Global Accessibility Awareness Day – May 15th

"web accessibility word cloud" by Jil Wright.
“web accessibility word cloud” by Jil Wright. Size changed to fit screen. (CC BY 2.0)

May 15th was Global Accessibility Awareness Day. As someone who spends a lot of time in online courses personally and professionally, I decided to take advantage of a free webinar entitled “Web Accessibility Tools in Action: Awesome Tools to Build The Web For All” offered by Desire2Learn. Sean Yo (@seanyo or for more information on him) presented the webinar, as was a very engaging speaker.

Although I expected the webinar to focus more specifically on accessibility in Desire2Learn, Sean spoke more generally about accessible design. There was a discussion about how to think about accessibility that I really enjoyed. Nothing is ever 100% accessible, and you should expect to make continual improvements to the accessibility of your material, the same way you would refresh your content year after year. I feel that thinking of accessibility that way puts up less of a barrier to tackling accessible design – you don’t have to be perfect, you just need to be willing to continually improve.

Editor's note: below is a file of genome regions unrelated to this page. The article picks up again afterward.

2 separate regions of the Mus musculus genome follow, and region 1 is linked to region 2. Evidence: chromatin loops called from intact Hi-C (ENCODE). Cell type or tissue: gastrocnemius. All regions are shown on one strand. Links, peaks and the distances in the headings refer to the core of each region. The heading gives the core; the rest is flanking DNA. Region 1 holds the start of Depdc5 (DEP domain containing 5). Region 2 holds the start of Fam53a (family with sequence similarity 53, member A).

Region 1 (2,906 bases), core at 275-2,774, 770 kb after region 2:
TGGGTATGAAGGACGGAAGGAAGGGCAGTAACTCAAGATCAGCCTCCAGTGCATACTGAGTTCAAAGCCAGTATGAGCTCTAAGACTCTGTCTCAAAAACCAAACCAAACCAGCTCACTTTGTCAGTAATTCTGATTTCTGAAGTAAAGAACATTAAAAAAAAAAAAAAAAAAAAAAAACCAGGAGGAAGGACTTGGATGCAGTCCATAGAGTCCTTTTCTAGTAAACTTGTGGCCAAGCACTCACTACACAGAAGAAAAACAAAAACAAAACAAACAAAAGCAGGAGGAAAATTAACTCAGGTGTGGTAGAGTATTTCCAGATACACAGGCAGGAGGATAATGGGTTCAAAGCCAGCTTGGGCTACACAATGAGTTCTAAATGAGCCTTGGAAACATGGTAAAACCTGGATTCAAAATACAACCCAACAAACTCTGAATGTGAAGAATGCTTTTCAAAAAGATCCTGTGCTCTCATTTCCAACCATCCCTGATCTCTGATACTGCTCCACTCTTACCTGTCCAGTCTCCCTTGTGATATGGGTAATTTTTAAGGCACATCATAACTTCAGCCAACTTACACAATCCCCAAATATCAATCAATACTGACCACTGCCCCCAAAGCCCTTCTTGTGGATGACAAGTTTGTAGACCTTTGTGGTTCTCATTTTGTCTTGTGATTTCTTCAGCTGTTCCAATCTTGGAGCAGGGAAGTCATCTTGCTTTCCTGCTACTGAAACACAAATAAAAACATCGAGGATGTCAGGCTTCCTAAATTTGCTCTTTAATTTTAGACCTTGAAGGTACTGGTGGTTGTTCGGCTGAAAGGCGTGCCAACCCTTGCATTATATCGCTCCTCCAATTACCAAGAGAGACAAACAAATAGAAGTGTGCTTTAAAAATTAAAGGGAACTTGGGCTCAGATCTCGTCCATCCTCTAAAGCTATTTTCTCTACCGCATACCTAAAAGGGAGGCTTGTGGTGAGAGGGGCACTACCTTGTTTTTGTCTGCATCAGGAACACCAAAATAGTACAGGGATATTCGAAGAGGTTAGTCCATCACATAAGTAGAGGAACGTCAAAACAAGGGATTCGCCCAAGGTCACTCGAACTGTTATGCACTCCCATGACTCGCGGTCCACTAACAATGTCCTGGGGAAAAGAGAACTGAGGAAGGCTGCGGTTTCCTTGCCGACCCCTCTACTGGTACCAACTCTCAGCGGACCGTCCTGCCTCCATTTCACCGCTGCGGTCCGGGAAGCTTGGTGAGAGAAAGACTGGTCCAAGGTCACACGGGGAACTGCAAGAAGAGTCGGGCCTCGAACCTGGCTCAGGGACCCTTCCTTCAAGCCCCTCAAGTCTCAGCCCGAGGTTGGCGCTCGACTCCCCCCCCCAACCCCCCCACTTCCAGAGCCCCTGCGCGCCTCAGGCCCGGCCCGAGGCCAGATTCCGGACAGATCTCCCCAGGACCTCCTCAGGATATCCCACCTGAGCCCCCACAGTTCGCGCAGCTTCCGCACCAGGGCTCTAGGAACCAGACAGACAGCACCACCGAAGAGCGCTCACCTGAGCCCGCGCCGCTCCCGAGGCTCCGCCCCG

The presentation was geared towards tools and resources, many of which are new to me. I collected most of the resources and tools mentioned in the webinar into a Diigo list here: if you are interested in reviewing it. There are tools that emulate screen readers, tools to check the readability of your text and tools to review your webpages for accessibility. There are also a couple of suggested books.

Sean also wrote a blog post about Global Accessibility Awareness Day here: The biggest take-away from both his presentation and blog, I think, is empathy. It is easy to forget how challenging accessing the online world can be for people with disabilities.

My breakthrough moment came later last year when a student who uses a screen reader came into the Centre for Innovation and Excellence in Learning (CIEL) office for support. They were experiencing a complicated issue, further complicated by having to scroll through their own system and the online course using a screen reader. This experience really opened my eyes (so to speak) to how the web “looks” for people with visual impairments.

Using some of the tools presented at the webinar, I have gone back and looked over some of the things I have created personally and as a member of the CIEL team. There is plenty of room for improvement, and I will be doing my best to adapt and change my work, now and in the future.